TY - JOUR

T1 - Analysis of diversity mechanisms for optimisation in dynamic environments with low frequencies of change

AU - Oliveto, Pietro S.

AU - Zarges, Christine

N1 - Publisher Copyright:
© 2014 Elsevier B.V.

PY - 2015/1/4

Y1 - 2015/1/4

N2 - Evolutionary dynamic optimisation has become one of the most active research areas in evolutionary computation. We consider the Balance function for which the poor expected performance of the (1+1) EA at low frequencies of change has been shown in the literature. We analyse the impact of populations and diversity mechanisms towards the robustness of evolutionary algorithms with respect to frequencies of change. We rigorously prove that there exists a sufficiently low frequency of change such that the (μ+1) EA without diversity requires exponential time with overwhelming probability for sublinear population sizes. The same result also holds if the algorithm is equipped with a genotype diversity mechanism. Furthermore we prove that a crowding mechanism makes the performance of the (μ+1) EA much worse (i.e., it is inefficient for any population size). On the positive side we prove that, independently of the frequency of change, a fitness-diversity mechanism turns the runtime from exponential to polynomial. Finally, we show how a careful use of fitness-sharing together with a crowding mechanism is effective already with a population of size 2. We shed light through experiments when our theoretical results do not cover the whole parameter range.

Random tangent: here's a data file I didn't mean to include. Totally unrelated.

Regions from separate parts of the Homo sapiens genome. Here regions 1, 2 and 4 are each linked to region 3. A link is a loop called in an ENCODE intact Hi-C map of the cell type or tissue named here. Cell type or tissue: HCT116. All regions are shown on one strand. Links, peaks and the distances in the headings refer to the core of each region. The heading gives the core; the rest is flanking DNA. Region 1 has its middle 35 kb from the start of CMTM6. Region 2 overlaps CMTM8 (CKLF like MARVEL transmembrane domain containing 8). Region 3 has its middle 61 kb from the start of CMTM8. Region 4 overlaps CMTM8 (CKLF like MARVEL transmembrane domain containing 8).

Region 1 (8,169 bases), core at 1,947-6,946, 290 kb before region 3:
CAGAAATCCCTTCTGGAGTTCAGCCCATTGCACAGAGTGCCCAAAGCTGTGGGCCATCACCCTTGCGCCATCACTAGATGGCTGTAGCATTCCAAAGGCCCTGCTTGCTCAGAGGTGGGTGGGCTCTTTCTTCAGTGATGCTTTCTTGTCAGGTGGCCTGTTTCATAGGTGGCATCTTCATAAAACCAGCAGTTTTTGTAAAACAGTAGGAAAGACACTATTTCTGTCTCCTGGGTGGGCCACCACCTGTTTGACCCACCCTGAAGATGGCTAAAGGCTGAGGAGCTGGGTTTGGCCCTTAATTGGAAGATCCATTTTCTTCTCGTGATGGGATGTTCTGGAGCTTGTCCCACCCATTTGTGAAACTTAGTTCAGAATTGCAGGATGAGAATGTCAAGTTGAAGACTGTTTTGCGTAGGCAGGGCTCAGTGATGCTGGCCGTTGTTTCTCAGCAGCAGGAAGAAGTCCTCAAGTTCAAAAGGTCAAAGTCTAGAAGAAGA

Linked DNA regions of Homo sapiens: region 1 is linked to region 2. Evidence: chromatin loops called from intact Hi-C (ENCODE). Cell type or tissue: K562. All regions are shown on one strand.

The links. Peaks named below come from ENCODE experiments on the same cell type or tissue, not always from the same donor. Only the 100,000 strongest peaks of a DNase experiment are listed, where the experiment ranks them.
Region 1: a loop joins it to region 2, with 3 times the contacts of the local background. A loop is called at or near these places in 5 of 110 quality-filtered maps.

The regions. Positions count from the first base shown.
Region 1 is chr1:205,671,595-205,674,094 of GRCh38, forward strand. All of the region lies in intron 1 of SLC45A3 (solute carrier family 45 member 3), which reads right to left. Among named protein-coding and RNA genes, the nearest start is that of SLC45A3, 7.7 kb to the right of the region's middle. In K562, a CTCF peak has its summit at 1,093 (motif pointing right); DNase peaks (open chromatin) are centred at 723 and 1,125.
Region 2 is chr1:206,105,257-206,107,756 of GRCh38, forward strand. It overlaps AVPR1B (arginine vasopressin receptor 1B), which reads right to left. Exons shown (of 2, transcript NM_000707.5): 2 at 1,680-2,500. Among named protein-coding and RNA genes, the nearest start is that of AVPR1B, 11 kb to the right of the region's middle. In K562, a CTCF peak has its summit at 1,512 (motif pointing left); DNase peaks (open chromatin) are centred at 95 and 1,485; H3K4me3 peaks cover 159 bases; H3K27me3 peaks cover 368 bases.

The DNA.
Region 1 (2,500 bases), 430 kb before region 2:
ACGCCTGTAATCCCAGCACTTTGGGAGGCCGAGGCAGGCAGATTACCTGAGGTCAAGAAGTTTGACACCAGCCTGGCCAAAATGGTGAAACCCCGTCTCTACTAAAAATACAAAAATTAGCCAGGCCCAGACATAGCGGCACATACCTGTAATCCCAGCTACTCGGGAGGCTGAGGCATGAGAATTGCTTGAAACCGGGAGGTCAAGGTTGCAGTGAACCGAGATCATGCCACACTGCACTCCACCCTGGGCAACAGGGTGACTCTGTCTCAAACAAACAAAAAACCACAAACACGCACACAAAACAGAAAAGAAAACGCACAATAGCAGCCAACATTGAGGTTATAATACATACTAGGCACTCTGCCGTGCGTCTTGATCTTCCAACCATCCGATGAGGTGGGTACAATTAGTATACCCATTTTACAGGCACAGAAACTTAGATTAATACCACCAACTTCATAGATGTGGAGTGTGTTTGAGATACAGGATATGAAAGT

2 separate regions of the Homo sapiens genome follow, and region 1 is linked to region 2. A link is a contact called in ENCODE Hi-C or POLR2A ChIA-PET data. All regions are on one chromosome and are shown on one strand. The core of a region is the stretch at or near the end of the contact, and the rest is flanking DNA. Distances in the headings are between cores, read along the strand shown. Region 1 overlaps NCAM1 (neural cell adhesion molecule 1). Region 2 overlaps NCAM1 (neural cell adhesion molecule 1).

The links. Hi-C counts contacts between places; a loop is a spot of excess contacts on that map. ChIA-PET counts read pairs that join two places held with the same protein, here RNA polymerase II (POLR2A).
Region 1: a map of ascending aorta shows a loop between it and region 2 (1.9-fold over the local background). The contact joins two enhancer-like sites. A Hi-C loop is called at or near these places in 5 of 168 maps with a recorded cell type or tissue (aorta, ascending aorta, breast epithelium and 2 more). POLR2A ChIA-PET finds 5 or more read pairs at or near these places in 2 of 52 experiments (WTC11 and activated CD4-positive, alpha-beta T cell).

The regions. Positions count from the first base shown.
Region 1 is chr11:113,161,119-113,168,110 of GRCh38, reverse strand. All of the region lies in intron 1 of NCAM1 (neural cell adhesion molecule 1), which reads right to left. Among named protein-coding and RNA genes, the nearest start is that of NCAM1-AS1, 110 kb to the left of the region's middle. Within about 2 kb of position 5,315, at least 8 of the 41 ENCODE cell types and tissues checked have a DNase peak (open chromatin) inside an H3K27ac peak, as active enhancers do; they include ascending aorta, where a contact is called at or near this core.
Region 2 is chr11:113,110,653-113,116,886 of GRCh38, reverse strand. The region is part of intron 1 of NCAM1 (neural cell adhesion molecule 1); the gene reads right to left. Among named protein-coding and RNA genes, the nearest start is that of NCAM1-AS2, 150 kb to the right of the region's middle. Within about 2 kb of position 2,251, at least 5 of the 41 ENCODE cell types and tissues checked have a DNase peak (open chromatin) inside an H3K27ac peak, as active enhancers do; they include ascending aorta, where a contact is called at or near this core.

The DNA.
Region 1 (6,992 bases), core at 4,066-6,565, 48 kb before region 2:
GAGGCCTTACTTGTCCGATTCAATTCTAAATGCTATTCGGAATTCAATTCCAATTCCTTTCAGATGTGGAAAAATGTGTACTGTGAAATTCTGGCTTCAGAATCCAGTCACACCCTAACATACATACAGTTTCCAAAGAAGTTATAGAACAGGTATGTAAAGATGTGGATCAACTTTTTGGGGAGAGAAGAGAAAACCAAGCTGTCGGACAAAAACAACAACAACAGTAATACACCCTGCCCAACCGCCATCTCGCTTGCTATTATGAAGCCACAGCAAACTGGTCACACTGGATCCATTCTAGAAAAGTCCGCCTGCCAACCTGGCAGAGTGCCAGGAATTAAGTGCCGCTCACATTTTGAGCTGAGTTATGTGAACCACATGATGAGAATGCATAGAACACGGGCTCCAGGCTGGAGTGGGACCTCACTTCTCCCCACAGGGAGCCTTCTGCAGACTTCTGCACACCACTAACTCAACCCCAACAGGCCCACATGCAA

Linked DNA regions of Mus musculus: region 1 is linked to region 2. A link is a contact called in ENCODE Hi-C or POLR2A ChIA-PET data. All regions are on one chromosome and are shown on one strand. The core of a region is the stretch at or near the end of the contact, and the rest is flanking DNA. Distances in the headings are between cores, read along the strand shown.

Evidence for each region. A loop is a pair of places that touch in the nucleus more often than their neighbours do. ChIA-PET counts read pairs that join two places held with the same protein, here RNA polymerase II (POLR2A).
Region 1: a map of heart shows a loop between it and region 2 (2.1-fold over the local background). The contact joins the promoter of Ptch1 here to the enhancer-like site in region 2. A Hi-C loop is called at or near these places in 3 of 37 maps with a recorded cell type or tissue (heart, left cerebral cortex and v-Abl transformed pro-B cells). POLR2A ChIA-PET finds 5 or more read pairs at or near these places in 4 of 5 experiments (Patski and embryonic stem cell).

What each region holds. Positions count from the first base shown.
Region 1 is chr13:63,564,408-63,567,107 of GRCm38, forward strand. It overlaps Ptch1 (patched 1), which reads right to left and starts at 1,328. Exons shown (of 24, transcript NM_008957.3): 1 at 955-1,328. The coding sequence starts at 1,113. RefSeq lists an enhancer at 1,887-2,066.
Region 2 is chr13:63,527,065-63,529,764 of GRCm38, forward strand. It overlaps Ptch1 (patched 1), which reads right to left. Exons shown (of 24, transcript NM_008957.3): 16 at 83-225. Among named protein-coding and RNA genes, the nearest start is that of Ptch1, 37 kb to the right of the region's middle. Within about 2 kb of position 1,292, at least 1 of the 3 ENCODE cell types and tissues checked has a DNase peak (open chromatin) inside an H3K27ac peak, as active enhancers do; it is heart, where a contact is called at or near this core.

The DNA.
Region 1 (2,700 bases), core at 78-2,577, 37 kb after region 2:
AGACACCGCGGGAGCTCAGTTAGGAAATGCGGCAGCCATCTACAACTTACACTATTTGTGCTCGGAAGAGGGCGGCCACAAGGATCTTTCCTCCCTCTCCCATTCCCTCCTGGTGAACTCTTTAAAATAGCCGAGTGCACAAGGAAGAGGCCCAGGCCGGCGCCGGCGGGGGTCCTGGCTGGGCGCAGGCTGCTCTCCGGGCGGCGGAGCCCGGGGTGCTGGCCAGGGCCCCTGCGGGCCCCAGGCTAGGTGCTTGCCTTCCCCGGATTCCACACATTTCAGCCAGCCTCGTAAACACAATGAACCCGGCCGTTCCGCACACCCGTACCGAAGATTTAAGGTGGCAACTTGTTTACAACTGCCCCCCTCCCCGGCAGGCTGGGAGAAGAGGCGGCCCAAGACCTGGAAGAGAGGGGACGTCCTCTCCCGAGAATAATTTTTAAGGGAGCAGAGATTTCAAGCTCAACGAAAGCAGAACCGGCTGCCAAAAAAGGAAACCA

AB - Evolutionary dynamic optimisation has become one of the most active research areas in evolutionary computation. We consider the Balance function for which the poor expected performance of the (1+1) EA at low frequencies of change has been shown in the literature. We analyse the impact of populations and diversity mechanisms towards the robustness of evolutionary algorithms with respect to frequencies of change. We rigorously prove that there exists a sufficiently low frequency of change such that the (μ+1) EA without diversity requires exponential time with overwhelming probability for sublinear population sizes. The same result also holds if the algorithm is equipped with a genotype diversity mechanism. Furthermore we prove that a crowding mechanism makes the performance of the (μ+1) EA much worse (i.e., it is inefficient for any population size). On the positive side we prove that, independently of the frequency of change, a fitness-diversity mechanism turns the runtime from exponential to polynomial. Finally, we show how a careful use of fitness-sharing together with a crowding mechanism is effective already with a population of size 2. We shed light through experiments when our theoretical results do not cover the whole parameter range.

KW - Diversity mechanisms

KW - Evolutionary dynamic optimisation

KW - Populations

KW - Runtime analysis

UR - http://www.scopus.com/inward/record.url?scp=84927946654&partnerID=8YFLogxK

U2 - 10.1016/j.tcs.2014.10.028

DO - 10.1016/j.tcs.2014.10.028

M3 - Article

SN - 0304-3975

VL - 561

SP - 37

EP - 56

JO - Theoretical Computer Science

JF - Theoretical Computer Science

IS - A

ER -